Sunday, August 02, 2009

The Orchestra, Reformed

Somehow, in these scattered postings about orchestration, I have neglected to mention a pair of musicians doing important work on the music-technical and economic/social/political problems of making music with large ensembles.

The first is composer Daniel Goode, who has a long working relationship to the Gamelan Son of Lion (see this posting on Our Other Orchestra) and additionally has, in recent years, worked with both the concept and concrete examples of a "Flexible Orchestra", a mixed ensemble including at least one instrument in multiple instances (in a recent concert, the orchestra was composed of eleven flutes, tuba, harpsichord, trumpet, and contrabass).  Such combinations have the potential to provide very striking environments for music-making, in this case including timbral and registral variety but also allowing for at least one example of the symphonic qualities or chorus-effect made available by a single timbre in mass, an efficient and even elegant distilling of some of the most characteristic features of traditional orchestral ensembles. Mr Goode's homepage includes several articles exploring these topics (see especially the "Letter from Vienna" and "How can the orchestra be more like the gamelan?".)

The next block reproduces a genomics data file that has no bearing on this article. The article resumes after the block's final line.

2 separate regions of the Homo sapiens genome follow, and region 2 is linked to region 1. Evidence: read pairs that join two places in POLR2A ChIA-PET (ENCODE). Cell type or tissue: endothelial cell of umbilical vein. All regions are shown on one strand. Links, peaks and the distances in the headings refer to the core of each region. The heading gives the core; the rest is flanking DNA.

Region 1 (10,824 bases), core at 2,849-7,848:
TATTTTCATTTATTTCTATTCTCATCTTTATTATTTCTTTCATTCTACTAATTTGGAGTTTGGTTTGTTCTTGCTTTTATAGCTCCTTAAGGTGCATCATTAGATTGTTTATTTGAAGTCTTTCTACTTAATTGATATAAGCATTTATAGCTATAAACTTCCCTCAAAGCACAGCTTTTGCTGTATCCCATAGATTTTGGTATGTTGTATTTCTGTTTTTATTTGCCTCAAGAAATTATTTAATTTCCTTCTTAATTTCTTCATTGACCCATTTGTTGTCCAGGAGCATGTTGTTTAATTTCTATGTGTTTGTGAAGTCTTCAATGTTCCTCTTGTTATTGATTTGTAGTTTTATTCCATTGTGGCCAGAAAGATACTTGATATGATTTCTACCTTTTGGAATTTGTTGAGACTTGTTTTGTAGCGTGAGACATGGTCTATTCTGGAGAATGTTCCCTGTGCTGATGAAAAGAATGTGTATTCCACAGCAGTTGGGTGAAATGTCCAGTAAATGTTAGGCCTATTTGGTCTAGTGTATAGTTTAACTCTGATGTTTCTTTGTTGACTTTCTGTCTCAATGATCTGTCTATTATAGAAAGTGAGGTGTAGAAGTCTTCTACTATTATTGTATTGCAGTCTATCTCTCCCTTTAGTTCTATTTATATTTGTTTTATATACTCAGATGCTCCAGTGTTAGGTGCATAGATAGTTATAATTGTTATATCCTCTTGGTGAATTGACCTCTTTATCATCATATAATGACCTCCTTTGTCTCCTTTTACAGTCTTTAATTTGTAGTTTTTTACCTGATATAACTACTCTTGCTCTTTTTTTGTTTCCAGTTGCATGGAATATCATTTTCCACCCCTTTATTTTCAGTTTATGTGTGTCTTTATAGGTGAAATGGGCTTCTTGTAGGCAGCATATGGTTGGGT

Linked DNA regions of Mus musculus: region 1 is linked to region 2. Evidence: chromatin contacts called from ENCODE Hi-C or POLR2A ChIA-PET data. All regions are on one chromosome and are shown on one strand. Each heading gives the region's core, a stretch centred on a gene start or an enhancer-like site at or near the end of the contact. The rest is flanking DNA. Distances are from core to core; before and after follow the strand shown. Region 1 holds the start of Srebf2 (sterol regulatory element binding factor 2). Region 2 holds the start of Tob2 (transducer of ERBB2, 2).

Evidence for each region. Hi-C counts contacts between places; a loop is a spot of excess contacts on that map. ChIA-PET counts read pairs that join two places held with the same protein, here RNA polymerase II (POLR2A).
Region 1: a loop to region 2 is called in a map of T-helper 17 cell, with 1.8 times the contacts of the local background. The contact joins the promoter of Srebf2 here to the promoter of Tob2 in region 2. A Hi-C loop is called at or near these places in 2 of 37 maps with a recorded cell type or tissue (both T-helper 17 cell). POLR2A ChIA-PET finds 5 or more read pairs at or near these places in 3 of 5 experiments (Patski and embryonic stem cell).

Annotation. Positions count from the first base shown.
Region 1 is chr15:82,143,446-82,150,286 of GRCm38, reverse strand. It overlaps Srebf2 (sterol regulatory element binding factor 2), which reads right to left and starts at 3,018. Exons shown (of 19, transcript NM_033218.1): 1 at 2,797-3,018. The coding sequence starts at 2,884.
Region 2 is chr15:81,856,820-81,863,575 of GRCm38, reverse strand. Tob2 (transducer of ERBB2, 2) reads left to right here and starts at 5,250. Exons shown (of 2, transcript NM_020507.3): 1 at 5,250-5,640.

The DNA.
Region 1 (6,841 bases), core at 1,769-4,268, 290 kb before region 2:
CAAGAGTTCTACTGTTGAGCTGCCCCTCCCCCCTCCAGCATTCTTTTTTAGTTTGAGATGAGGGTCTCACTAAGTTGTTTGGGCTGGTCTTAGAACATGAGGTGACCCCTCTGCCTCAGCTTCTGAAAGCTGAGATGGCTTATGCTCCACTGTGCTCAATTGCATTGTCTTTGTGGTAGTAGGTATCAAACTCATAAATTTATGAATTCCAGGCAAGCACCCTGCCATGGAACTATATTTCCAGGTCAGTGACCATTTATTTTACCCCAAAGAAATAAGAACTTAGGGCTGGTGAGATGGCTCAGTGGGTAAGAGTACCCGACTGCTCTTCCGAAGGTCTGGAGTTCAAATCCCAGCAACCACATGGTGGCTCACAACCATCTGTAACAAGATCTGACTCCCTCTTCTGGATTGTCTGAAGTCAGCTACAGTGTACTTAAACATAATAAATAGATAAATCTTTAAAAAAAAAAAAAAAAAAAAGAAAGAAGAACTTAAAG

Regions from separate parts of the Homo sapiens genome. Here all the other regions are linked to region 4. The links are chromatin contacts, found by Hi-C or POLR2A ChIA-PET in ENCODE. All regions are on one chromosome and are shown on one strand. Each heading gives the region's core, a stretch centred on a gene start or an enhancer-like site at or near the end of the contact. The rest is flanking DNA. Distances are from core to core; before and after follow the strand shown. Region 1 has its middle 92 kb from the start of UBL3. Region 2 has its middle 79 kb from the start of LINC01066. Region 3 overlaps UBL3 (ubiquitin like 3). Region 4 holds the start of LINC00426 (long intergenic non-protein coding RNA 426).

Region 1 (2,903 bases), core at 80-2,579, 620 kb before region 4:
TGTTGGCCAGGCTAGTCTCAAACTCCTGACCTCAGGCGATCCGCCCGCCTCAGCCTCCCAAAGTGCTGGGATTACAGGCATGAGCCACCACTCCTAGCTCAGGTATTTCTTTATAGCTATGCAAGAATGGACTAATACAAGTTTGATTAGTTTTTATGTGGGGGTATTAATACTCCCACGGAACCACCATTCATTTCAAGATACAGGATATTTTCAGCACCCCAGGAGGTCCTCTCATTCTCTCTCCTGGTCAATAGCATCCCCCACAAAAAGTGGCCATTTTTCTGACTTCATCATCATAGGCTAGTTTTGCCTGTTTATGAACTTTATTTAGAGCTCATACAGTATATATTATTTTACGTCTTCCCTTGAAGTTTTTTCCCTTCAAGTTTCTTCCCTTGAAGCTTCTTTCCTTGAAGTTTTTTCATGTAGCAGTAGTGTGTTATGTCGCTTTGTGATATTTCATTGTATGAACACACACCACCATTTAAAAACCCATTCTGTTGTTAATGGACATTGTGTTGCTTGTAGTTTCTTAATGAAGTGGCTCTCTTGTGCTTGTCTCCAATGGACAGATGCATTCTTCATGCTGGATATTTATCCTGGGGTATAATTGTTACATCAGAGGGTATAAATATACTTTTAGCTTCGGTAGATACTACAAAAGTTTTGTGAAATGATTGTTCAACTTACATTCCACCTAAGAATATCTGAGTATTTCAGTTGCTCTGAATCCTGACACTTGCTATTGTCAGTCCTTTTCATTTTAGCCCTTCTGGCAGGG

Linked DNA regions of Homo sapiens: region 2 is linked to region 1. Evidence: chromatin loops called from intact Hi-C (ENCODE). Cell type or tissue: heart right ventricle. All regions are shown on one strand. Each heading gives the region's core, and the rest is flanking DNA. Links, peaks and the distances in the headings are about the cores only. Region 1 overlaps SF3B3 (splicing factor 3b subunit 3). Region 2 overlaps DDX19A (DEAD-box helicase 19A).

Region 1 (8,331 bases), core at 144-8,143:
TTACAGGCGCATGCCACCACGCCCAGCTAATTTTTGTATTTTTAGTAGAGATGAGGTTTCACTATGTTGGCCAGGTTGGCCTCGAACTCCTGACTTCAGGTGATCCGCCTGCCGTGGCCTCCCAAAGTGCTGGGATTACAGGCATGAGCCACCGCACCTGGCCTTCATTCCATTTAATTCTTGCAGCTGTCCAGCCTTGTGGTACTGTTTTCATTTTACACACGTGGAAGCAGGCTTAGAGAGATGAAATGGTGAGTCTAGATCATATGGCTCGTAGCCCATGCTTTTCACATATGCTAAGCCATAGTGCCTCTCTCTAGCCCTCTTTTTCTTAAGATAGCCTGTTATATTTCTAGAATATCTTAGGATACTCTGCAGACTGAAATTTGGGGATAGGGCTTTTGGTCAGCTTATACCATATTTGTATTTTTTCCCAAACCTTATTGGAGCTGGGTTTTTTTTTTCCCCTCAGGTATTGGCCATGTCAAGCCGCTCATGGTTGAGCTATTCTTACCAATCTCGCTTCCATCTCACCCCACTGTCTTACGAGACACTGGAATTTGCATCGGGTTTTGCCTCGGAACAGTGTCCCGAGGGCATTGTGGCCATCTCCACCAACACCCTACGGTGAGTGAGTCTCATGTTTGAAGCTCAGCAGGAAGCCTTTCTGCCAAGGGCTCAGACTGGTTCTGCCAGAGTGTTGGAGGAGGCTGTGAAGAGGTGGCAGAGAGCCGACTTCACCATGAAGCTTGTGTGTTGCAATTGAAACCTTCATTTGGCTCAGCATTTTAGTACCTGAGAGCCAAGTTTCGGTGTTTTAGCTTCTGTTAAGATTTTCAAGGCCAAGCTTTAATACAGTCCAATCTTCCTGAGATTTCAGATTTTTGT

The second example is composer Andrew Culver's proposals for an "anarchic philharmonic".  The first concern is obviously the institution of the "obligato conductor", but the standard composition, organization, rehearsal method, and concert structure are all rich areas for exploring alternatives. Needless to say — and precisely because I'm familiar with the pitfalls of previous experiments in this direction (Cage's orchestral version of Cheap Imitation being the central case in point, and Etcetera and some of the Number Pieces indicating some possible paths out) — I'm in complete agreement with Culver.  I can't wait to see a black flag flying oover Disney Hall or the Concertgebouw.

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